The Dutch government, both national and local, is very keen on stimulating investments in energetic upgrades. Various subsidy programs have been launched to stimulate landlords to improve the energy efficiency of their housing stock.
Building codes for new construction are strict and ambitious, energy labels have been implemented on January 2008 to raise awareness, and vast subsidy schemes are made available to finance the upfront investments in long-term energy savings around the house.
Dutch homes tend to be of high quality. An average Dutch home offers over 105 square meters of floor space, spread over four rooms. Due to the high quality standards, homes are rarely demolished, and can easily last for over 100 years.
New construction numbers are low. Less than 1% of existing stock is being added every year with new construction.
Energetic performance data of the housing stock.
Total energy consumption of private households by energy commodity.
The Dutch housing market contains over 7 million dwellings, of which around 55% are owner-occupied
The rental housing market is currently dominated by social housings, which has a market stake of over 80%. This rental market structure is, however, currently part of a large reform that is targeted at increasing the non-regulated portion of the rental housing market.
3 Energy retrofitting
Energetic retrofits are commonly undertaken in stakeholder coalitions. Social housing associations have been keen on taking the lead and involving large construction firms and (local) government subsidies.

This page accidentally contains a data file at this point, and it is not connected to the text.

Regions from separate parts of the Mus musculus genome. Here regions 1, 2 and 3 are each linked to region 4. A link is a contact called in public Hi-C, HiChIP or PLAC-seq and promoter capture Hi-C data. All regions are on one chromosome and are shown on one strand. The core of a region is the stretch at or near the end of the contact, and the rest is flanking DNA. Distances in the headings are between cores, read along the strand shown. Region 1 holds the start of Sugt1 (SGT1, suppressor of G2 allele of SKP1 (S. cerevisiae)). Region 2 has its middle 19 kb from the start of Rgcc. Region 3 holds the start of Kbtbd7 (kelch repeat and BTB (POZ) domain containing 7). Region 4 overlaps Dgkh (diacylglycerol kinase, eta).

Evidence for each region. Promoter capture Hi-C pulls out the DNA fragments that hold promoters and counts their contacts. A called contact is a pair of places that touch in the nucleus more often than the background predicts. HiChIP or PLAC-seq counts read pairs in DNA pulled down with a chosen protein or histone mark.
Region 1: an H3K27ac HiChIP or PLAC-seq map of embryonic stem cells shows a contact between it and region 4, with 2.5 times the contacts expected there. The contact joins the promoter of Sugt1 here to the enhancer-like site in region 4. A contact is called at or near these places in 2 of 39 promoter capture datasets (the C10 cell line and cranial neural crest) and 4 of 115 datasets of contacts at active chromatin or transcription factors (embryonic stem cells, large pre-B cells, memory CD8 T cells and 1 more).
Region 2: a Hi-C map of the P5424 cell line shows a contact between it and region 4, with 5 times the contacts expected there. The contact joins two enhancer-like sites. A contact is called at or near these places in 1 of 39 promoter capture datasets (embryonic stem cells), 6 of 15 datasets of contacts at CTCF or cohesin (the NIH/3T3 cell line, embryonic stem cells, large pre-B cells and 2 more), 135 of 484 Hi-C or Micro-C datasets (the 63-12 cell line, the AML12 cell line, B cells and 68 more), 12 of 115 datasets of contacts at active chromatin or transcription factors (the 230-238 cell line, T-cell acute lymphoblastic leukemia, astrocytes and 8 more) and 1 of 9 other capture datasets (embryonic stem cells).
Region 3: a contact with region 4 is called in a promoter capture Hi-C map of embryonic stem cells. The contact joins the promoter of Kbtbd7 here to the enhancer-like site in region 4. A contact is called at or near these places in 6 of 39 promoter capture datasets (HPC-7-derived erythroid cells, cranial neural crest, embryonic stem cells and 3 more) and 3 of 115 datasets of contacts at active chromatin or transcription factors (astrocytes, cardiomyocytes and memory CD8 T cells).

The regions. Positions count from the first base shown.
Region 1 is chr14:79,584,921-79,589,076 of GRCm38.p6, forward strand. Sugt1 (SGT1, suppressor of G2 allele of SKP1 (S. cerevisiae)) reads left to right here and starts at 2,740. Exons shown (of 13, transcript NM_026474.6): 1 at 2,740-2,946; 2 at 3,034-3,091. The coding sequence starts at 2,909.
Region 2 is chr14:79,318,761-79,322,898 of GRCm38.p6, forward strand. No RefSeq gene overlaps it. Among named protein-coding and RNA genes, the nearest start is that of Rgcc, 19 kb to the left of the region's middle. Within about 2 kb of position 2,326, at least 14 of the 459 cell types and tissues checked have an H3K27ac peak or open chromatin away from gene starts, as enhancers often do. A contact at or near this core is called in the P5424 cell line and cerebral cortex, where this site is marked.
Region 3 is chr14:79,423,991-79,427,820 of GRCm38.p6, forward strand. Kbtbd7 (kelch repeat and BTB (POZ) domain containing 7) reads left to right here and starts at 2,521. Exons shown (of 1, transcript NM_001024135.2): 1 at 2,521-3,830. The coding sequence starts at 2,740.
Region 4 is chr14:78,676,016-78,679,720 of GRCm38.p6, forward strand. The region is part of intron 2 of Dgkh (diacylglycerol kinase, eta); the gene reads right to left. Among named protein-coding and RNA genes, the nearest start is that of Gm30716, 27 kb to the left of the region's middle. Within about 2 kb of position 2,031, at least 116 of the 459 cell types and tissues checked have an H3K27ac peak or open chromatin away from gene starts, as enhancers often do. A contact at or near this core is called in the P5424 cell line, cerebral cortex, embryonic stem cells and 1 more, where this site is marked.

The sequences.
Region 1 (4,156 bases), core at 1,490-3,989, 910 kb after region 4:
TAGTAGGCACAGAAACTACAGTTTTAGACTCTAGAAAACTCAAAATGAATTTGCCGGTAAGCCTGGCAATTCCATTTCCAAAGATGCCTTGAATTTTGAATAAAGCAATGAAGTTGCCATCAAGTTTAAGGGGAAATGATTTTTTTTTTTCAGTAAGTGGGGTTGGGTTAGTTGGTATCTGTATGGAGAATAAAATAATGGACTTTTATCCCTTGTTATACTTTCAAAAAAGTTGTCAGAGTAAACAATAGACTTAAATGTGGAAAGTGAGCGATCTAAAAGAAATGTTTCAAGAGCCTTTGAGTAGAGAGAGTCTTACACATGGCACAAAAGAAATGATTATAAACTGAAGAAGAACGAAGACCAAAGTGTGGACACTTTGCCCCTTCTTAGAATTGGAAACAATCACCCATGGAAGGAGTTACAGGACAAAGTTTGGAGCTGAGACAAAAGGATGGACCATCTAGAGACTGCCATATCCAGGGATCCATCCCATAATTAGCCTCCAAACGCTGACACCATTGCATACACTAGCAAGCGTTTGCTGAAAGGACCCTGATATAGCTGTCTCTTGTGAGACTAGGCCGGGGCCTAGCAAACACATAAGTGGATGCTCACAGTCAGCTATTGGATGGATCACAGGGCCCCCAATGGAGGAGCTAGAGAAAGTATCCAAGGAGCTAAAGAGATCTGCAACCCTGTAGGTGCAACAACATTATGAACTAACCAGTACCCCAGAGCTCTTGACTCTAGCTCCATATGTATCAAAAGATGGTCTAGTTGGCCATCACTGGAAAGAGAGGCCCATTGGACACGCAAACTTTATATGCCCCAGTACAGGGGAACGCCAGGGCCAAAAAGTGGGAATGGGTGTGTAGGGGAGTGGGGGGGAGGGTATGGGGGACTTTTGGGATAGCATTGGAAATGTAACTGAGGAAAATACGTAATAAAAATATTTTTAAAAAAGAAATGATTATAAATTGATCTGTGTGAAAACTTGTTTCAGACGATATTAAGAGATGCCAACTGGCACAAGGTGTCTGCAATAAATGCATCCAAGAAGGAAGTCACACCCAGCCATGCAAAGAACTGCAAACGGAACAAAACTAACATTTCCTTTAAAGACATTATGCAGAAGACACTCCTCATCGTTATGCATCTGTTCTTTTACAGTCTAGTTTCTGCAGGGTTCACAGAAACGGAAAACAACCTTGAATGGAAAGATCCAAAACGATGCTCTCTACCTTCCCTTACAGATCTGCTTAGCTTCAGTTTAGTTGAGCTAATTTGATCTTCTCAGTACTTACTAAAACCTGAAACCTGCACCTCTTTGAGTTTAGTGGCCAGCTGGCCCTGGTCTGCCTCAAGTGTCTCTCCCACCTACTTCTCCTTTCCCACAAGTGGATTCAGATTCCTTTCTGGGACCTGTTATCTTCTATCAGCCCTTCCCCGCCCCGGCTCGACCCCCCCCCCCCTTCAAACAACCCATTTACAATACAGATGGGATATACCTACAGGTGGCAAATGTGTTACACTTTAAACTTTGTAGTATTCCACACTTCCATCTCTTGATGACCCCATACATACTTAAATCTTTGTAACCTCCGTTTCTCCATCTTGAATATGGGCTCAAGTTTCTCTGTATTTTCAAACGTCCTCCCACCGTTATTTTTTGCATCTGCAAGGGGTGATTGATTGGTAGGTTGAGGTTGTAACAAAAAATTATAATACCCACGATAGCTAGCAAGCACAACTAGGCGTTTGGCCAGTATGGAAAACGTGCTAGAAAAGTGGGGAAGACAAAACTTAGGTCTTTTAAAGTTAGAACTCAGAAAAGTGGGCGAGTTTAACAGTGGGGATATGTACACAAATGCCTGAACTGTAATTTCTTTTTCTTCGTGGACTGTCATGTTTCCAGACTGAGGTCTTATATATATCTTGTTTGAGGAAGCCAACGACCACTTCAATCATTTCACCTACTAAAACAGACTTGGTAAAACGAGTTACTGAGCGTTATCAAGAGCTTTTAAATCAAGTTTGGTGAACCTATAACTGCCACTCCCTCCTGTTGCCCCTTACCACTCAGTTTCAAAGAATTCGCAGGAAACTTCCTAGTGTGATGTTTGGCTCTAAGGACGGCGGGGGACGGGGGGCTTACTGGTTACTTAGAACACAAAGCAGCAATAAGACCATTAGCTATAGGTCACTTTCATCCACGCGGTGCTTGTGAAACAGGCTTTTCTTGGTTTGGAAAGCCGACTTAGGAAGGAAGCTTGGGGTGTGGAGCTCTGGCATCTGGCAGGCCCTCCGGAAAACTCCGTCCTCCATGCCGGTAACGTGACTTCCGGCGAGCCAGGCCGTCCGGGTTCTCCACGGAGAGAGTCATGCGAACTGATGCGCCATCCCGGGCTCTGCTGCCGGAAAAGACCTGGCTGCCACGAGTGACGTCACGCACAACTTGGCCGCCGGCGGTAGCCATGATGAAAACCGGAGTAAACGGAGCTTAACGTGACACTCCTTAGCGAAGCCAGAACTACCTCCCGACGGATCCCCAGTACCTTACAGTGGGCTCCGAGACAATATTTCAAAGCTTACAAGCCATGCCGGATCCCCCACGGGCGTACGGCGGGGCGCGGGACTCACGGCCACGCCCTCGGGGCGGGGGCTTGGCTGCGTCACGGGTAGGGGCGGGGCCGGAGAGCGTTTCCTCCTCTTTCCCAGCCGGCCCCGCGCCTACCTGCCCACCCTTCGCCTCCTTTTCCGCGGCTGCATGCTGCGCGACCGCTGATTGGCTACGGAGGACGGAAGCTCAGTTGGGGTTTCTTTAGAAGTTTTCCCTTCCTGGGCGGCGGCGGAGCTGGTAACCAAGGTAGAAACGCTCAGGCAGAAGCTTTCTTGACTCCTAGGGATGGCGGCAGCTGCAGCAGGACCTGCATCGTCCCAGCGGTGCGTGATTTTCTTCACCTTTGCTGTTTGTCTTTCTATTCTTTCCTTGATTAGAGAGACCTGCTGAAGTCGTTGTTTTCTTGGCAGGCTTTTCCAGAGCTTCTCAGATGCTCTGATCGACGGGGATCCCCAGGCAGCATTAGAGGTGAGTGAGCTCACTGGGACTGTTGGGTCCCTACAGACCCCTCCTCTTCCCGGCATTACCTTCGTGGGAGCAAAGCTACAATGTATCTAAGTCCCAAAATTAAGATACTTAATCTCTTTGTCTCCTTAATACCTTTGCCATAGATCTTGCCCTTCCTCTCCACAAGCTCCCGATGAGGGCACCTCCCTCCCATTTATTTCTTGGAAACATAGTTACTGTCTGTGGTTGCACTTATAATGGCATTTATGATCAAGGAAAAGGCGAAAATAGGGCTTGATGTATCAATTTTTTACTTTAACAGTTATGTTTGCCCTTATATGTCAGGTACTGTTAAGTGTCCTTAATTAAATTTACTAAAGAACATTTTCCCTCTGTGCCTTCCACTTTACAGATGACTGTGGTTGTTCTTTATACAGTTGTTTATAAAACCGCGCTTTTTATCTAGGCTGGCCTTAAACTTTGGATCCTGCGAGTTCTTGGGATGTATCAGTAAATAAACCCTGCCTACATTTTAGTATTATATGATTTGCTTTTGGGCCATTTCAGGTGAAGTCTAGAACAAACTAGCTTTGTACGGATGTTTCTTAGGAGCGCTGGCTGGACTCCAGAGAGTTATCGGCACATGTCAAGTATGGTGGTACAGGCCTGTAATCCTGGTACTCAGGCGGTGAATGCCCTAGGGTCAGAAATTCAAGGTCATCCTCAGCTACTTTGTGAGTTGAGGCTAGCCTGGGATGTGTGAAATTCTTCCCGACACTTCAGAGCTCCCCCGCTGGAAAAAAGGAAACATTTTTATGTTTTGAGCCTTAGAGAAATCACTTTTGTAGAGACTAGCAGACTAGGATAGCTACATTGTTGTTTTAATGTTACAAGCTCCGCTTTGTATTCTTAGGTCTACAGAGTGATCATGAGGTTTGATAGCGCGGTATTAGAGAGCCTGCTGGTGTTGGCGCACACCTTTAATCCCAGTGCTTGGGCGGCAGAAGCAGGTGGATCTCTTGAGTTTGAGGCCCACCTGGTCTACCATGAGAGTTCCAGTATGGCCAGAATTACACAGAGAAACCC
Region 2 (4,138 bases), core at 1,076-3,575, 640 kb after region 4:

‘Stroomversnelling’ (Highcurrents) and ‘Energysprong’ (Energyleap) are two examples in which these coalitions are stimulated using government support. In both cases, first mover advantage is being nurtured using coordinated efforts. Here local landlords cooperate with construction firms to create the scales of economies needed to make large scale retrofits financially sound.
3.2 Rental Markets
The Dutch rental market is dominated by social housing that is targeted at the lower end of the market. Dutch social housing is designed to provide affordable housing for those who are not capable (economically or socially) to find proper housing without the support of associations.
A large fraction of this rental housing stock has been built in the post-war period, when the rebuild after the war started and when Dutch society grew massively due to the baby-boom generation. As a result a lage fraction of the current stock dates from pre1980 when building codes were less strict and energy efficiency standards were low.
As rent levels tend to be low across the lower end of the housing market, the share of utility (energy) bills in the total monthly dues is rather high. Hence, retrofitting rental housing will not only benefit society at large, but also the affordability of long-term housing for economically restricted households.
3.3 Financing and regulatory environment
Today, the largest part of the retrofit bill is paid by the landlord. Using green lease contract some of the future energy savings can be used to finance this investments. Furthermore, research shows that energy efficiency results in a sales premium, another source of future compensation for the upgrade expenses. The government stimulates the investment using both direct subsidy programs, and indirect financing advantages.
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